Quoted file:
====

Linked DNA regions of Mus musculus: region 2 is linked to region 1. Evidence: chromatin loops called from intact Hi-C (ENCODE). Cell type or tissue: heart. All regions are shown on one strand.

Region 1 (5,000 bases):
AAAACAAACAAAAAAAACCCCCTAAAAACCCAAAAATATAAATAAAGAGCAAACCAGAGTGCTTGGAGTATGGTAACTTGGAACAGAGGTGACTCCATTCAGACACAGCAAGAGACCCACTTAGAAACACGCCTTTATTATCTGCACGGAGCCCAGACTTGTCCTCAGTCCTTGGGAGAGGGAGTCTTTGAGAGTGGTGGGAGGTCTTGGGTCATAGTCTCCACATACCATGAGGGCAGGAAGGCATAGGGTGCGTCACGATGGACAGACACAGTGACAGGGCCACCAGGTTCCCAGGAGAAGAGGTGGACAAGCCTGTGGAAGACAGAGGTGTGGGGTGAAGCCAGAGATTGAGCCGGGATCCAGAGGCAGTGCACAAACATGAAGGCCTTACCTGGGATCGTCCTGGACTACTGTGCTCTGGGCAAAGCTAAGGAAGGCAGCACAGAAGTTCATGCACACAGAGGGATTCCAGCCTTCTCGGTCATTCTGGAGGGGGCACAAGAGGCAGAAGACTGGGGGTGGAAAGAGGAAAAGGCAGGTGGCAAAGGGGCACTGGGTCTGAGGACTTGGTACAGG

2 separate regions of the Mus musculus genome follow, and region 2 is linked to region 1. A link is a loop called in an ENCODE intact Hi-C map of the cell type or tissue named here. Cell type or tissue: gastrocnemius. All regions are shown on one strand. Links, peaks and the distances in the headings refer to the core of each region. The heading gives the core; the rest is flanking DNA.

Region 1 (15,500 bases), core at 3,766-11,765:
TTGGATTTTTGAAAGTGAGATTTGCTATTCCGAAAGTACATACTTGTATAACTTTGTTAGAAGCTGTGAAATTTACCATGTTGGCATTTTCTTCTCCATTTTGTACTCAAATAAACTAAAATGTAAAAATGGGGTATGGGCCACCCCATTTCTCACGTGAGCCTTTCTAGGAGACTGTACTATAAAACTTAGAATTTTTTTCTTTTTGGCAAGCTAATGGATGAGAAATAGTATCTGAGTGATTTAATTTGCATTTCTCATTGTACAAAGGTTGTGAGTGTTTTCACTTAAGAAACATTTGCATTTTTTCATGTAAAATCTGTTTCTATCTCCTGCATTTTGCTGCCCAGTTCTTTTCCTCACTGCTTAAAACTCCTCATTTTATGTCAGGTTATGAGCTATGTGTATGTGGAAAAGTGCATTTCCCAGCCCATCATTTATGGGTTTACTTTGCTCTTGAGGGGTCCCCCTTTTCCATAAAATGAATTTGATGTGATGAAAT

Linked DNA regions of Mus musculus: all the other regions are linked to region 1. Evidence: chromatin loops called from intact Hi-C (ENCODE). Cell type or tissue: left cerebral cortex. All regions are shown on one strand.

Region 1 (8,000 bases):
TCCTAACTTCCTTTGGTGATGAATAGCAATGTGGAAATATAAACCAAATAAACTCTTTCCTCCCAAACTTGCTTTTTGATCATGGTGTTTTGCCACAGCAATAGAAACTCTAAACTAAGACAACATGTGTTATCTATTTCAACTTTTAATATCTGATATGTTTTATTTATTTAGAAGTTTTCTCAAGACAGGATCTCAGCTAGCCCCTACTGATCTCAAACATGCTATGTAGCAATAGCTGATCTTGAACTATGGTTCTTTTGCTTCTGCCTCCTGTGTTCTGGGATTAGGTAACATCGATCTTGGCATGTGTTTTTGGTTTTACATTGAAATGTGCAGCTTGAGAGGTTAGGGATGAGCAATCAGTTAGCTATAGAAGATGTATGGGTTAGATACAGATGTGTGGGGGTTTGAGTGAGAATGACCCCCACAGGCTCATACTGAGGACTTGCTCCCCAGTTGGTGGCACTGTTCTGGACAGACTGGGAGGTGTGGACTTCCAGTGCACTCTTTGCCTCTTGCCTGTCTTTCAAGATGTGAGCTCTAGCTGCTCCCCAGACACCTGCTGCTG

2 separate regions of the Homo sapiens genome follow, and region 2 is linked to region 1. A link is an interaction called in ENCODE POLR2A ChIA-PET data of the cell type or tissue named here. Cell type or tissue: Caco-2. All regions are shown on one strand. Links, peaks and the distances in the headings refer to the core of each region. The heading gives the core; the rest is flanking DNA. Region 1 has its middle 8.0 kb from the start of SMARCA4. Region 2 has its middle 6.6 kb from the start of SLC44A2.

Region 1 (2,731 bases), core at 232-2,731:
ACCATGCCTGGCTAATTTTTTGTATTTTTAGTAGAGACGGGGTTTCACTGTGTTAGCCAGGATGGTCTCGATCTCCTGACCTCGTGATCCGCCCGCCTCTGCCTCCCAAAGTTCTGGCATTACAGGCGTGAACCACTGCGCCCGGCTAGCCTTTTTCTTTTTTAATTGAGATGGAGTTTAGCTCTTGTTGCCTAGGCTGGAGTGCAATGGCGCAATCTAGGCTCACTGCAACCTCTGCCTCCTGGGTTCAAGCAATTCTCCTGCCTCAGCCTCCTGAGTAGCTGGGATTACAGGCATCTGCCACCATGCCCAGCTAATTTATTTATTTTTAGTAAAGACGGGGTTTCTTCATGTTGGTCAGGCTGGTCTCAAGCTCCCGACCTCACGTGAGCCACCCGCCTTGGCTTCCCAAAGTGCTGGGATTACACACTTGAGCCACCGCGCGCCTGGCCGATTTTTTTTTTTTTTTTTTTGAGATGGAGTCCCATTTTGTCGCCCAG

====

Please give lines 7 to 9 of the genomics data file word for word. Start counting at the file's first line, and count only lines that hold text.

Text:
Linked DNA regions of Mus musculus: all the other regions are linked to region 1. Evidence: chromatin loops called from intact Hi-C (ENCODE). Cell type or tissue: left cerebral cortex. All regions are shown on one strand.

Region 1 (8,000 bases):
TCCTAACTTCCTTTGGTGATGAATAGCAATGTGGAAATATAAACCAAATAAACTCTTTCCTCCCAAACTTGCTTTTTGATCATGGTGTTTTGCCACAGCAATAGAAACTCTAAACTAAGACAACATGTGTTATCTATTTCAACTTTTAATATCTGATATGTTTTATTTATTTAGAAGTTTTCTCAAGACAGGATCTCAGCTAGCCCCTACTGATCTCAAACATGCTATGTAGCAATAGCTGATCTTGAACTATGGTTCTTTTGCTTCTGCCTCCTGTGTTCTGGGATTAGGTAACATCGATCTTGGCATGTGTTTTTGGTTTTACATTGAAATGTGCAGCTTGAGAGGTTAGGGATGAGCAATCAGTTAGCTATAGAAGATGTATGGGTTAGATACAGATGTGTGGGGGTTTGAGTGAGAATGACCCCCACAGGCTCATACTGAGGACTTGCTCCCCAGTTGGTGGCACTGTTCTGGACAGACTGGGAGGTGTGGACTTCCAGTGCACTCTTTGCCTCTTGCCTGTCTTTCAAGATGTGAGCTCTAGCTGCTCCCCAGACACCTGCTGCTG